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Developing the Information Society for European jobs

The job opportunities of the future will be created through innovation and the Information Society, according to the European Council's conclusions from its meeting in Cologne on 3 and 4 June 1999. Meeting to discuss the major issues facing the EU following the entry into forc...
The job opportunities of the future will be created through innovation and the Information Society, according to the European Council's conclusions from its meeting in Cologne on 3 and 4 June 1999. Meeting to discuss the major issues facing the EU following the entry into force of the Treaty of Amsterdam, the European Council confirmed that creating jobs continues to be Europe's top priority, with the European Employment Pact the key instrument.

The Council believes it is the Information Society that will create job opportunities in the future. With a budget of 15 billion euro, the Fifth Framework Programme is intended to speed up the process of innovation and exploit the EU's potential for employment and growth to the full. The more competitive Europe becomes in the high technology sector, the more high-quality employment opportunities will be created.

For example, the development of a European satellite navigation system (Galileo) should, according to the European Council, be given careful scrutiny, in view of its strategic importance. The Council will speed up its discussions on the Commission communication on the system, with the aim of securing finance largely from private sources.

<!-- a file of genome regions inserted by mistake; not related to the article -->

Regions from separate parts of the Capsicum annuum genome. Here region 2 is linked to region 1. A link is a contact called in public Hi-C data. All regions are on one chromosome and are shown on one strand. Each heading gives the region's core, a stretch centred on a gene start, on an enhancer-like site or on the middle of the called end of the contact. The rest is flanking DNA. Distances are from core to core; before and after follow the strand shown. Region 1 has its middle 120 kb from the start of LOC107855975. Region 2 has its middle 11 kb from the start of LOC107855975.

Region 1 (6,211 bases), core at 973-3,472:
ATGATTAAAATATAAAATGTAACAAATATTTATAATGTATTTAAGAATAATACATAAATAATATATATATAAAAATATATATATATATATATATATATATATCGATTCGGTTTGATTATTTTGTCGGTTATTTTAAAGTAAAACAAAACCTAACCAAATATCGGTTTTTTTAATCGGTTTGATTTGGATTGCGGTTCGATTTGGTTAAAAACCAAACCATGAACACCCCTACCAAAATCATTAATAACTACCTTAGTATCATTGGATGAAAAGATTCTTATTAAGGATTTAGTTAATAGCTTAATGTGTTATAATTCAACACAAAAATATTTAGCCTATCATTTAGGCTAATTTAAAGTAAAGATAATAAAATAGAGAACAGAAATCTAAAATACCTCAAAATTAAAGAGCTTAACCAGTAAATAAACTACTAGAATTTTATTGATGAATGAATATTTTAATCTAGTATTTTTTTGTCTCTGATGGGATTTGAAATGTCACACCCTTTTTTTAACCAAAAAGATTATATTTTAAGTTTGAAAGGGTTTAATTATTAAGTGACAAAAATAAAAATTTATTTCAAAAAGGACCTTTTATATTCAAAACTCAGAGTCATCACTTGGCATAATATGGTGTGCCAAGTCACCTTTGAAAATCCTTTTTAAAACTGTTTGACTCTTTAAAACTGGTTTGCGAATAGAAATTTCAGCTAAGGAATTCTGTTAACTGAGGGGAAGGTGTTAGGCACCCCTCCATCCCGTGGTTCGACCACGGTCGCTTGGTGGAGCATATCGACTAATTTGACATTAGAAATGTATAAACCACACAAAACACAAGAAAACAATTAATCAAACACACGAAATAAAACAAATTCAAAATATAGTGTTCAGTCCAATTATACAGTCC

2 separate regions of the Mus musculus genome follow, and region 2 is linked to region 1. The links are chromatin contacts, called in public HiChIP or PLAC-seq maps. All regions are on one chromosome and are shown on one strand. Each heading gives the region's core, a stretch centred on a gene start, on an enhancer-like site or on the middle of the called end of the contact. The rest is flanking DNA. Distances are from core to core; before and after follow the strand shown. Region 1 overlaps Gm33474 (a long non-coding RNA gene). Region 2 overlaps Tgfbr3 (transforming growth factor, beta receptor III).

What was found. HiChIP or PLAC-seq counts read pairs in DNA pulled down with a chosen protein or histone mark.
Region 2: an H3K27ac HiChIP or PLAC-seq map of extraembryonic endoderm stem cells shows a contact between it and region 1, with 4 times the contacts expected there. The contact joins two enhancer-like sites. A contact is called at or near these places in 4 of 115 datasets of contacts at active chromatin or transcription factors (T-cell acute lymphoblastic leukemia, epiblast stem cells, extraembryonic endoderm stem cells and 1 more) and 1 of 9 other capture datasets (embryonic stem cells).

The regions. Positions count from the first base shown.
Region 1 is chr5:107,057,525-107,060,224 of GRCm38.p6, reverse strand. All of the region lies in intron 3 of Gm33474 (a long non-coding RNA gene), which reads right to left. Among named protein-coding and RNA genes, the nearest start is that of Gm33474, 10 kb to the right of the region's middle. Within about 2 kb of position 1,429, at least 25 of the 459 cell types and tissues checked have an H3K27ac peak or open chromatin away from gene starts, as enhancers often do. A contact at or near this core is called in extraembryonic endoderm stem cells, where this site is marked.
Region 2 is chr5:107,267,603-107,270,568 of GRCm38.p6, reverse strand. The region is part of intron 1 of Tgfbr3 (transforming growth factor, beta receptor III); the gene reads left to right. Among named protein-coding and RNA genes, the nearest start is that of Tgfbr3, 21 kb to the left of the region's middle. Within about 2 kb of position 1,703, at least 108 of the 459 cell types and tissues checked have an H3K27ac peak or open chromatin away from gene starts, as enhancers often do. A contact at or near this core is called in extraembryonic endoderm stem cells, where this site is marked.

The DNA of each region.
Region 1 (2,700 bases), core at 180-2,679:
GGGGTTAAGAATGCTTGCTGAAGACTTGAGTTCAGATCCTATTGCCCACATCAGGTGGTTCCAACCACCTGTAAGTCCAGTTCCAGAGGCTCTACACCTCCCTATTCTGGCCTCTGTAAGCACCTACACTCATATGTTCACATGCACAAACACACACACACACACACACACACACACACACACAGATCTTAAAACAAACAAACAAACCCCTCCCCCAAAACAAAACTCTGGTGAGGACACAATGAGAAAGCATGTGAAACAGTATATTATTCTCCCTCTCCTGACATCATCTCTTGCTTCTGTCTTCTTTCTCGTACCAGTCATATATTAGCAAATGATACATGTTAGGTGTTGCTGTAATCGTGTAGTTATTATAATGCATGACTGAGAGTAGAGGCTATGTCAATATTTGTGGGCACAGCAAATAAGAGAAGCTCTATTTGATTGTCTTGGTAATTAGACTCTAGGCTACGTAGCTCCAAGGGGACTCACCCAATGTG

Furthermore, Europe must take a leading role in the Information Society, and all schools must be given access to the Internet as soon as possible. In addition, the European Council emphasised the importance of developing Europe's leading position in electronic commerce. There must be improved policy coordination to create a favourable environment, and a directive, which has the support of industry, must be adopted speedily.

Subsequently, the European Council calls on the Commission and the Member States to work together with business representatives to identify the obstacles to the speedy development and application of information technology, and to work out proposals for solving problems. In doing so, the need for standardisation and deregulation should be kept in mind.

Source: Council of the European Union, Press Service

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